Edward Enninful OBE has been named the UK’s most influential Black person and role model after winning this year’s Powerlist Black Excellence Awards. He just so happens to be the first Black man to hold the prestigious and influential position of Editor-In-Chief of British Vogue. Having done so much for the representation of both the Black and LGBTQ+ community in media, this award is just another milestone on his stack of successes.
There has been much debate about whether we should continue to celebrate ‘Firsts.’
For those of my vintage, who have the battle scars of facing discrimination and prejudice for many years, we maybe aren’t as enthusiastic about Firsts as we used to be, especially in the ‘pioneering’ days of the 70’s and 80’s. Much of the enthusiasm waned when the celebration of the ‘First’ didn’t lead to many more after.
This stood against the truism of ‘if I can see it, then I can be it.’ If someone up there looks like me, that gives me extra motivation and inspiration to get there too – It can be done.
Firsts can serve as milestones for inclusion upon which we can all build off to spark important conversations. They are also a source of hope and motivation for a younger generation of leaders who aspire to reach the top and bring about impact.
There’s a vibrant generation out there who are keen to see actual change happen, who are becoming more involved in delivering real transformation, and it may well lie with those Boomers like me to perhaps guide them. It can still be uncomfortable for many of us to speak up, it goes against what we had to learn since we were young, but it’s now time to provoke the difficult but necessary conversations about inclusion and progress. Edward has never shied away from speaking up.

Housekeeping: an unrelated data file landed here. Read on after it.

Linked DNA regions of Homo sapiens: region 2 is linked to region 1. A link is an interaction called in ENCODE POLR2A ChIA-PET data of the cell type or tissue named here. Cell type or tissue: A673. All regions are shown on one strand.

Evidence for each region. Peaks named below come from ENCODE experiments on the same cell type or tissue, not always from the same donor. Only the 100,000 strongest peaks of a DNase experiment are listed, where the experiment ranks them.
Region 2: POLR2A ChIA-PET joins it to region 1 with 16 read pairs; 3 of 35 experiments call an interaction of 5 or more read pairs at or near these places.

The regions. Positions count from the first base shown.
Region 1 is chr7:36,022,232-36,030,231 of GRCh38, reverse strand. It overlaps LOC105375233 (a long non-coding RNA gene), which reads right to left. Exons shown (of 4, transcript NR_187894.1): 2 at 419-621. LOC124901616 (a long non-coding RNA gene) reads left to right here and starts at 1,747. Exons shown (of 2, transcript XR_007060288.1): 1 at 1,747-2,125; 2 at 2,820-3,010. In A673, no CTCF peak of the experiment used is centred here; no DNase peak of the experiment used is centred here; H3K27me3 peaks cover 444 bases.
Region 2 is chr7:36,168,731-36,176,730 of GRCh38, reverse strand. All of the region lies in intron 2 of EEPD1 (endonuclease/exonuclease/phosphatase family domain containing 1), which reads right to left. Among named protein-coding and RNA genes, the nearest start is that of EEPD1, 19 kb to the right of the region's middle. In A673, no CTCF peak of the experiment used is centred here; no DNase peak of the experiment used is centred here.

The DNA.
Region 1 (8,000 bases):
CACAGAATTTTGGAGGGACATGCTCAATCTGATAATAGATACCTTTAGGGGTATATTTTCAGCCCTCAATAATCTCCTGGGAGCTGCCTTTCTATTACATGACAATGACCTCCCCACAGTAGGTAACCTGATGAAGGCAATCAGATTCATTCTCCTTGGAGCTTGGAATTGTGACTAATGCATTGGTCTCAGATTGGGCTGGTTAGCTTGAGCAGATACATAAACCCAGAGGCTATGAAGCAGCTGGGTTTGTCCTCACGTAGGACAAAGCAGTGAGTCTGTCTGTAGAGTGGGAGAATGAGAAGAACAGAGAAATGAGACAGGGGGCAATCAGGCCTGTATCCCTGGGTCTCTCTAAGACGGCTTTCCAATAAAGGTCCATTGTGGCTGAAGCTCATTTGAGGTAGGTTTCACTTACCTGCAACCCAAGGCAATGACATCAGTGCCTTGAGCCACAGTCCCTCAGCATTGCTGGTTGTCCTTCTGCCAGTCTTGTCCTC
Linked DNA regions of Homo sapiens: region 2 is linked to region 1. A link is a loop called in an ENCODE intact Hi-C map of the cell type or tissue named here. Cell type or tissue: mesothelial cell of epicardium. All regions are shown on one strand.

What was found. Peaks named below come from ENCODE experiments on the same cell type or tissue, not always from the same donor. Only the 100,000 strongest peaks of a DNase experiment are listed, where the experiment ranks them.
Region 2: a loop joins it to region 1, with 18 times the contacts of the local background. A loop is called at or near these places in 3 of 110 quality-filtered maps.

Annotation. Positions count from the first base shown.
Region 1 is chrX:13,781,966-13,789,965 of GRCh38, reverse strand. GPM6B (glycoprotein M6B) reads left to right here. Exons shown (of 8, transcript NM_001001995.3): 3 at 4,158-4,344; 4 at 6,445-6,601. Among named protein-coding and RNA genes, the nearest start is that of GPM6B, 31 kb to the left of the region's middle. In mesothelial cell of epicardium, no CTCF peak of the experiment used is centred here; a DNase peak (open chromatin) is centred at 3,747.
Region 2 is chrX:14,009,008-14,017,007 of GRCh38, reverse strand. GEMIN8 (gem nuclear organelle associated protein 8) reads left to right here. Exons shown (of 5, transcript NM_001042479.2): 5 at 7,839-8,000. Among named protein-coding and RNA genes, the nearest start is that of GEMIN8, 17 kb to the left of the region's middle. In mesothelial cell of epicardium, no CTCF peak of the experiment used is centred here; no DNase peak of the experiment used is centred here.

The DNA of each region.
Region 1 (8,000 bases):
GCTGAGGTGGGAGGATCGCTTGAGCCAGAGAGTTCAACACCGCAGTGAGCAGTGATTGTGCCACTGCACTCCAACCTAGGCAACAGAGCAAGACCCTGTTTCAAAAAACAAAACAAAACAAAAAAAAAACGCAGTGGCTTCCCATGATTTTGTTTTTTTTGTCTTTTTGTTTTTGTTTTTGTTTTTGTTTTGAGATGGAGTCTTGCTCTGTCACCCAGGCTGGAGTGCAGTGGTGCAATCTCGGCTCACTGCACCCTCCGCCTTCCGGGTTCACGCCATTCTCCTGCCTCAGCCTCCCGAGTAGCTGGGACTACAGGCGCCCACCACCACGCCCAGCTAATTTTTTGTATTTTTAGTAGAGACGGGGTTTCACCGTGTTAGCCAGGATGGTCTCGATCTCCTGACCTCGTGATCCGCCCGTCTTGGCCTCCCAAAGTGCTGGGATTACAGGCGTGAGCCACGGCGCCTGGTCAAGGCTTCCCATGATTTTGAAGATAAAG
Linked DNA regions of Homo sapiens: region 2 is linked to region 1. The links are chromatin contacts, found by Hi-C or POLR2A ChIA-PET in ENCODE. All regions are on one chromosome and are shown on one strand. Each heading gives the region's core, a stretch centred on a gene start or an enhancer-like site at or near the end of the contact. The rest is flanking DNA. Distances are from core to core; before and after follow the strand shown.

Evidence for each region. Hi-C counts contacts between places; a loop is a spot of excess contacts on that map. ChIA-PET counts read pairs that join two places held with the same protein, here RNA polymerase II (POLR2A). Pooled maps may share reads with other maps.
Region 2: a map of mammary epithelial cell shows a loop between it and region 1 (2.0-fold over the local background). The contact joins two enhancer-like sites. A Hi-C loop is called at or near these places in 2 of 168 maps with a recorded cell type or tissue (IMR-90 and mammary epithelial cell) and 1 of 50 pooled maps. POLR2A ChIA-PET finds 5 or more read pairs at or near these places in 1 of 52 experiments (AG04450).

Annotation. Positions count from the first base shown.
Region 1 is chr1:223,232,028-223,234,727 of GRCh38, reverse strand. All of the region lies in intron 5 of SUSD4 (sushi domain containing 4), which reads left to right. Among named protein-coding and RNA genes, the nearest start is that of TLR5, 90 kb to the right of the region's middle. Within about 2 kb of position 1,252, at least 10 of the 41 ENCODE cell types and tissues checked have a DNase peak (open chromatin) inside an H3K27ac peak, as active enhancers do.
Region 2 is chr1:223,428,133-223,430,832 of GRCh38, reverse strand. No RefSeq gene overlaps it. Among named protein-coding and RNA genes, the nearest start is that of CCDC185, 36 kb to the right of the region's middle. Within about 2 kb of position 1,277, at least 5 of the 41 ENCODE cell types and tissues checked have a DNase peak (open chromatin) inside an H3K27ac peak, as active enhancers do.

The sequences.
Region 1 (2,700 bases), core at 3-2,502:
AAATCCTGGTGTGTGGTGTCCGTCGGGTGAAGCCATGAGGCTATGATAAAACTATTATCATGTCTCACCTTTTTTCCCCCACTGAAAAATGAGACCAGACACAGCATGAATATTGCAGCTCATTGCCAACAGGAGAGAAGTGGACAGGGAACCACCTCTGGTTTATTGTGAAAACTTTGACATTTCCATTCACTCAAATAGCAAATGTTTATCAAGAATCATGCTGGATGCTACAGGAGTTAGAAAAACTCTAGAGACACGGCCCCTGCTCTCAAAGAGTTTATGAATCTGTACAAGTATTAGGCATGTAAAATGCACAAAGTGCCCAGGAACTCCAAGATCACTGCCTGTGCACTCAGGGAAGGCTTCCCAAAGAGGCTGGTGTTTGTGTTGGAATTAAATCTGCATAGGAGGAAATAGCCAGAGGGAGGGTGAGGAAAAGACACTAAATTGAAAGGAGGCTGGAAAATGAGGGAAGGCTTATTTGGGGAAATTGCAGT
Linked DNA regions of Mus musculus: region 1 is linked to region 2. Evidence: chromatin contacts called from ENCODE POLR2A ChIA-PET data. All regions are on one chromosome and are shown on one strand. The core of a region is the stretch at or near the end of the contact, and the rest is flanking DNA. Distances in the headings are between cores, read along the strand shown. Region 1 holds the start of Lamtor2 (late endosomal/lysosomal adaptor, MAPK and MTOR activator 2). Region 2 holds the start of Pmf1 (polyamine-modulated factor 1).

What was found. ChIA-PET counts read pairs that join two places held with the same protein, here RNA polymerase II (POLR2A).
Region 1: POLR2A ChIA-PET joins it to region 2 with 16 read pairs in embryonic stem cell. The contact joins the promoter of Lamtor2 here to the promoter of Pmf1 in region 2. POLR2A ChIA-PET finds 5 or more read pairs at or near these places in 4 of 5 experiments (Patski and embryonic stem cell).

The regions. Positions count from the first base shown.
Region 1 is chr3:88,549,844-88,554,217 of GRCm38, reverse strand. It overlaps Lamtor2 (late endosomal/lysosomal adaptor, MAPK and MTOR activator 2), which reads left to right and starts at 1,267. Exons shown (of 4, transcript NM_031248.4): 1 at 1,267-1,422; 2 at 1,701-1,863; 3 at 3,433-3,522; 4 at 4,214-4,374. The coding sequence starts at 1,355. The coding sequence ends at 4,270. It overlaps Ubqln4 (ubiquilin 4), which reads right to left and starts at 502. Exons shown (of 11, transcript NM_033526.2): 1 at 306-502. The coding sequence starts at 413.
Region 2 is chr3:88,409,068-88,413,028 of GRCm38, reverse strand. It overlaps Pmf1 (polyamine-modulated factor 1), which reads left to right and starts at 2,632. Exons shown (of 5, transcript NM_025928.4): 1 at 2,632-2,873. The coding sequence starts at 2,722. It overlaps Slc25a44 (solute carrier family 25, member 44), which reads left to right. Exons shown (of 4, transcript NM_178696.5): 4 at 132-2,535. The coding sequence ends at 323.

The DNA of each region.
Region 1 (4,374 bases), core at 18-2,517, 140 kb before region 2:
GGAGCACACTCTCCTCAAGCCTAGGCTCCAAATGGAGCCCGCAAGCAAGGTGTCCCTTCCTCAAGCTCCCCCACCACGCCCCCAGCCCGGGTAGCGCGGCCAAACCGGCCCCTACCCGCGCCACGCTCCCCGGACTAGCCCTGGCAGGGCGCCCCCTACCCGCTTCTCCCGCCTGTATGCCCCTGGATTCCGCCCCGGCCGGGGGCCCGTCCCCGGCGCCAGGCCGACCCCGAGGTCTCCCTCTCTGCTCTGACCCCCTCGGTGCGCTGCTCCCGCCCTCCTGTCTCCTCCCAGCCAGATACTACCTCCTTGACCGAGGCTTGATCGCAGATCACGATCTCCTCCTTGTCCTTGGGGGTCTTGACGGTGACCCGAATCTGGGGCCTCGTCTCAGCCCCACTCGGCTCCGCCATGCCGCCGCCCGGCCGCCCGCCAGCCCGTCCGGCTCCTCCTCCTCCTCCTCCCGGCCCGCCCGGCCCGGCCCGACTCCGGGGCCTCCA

Upon the announcement of his success, Edward said: “Apart from me, it’s incredible that it shines a light on Black people really breaking boundaries, who are unafraid and champion what it means to be truly diverse in their own industries. So, I’m honoured, more than anything, to be a part of this family.”
There are so many here in Britain who have continued to play a part in driving change, many quietly but solidly every day without any profile or perhaps being noticed. From the likes of Lewis Hamilton and Marcus Rashford in sport to Lord Simon Woolley and Baroness Doreen Lawrence in the House of Lords to name but a few. There are now those driving progress in business, academia, public sector, charities to community organizers; we stand up and salute all those who broke through and laid the pathway for others to follow.
McKinsey’s and Scientific American research showed that racially diverse boards outperformed industry norms by 35%, so we must still ask the challenging question: How much longer will we still need to celebrate Firsts?
When choosing the best team, why would you leave out those who are different? The time for changing is today, not tomorrow.
Thought for the Week:
It is vital to be the help that you once needed, for those on their way up.
Top Tips for Becoming an A Player:
It is our difference that is our strength.
The most valuable friends are the ones who make you see the world differently.
There is one thing we have in common – our diversity – celebrate it.
Wisdom comes from listening to others, especially those who are not like you.
A scar is to remind you where it went wrong.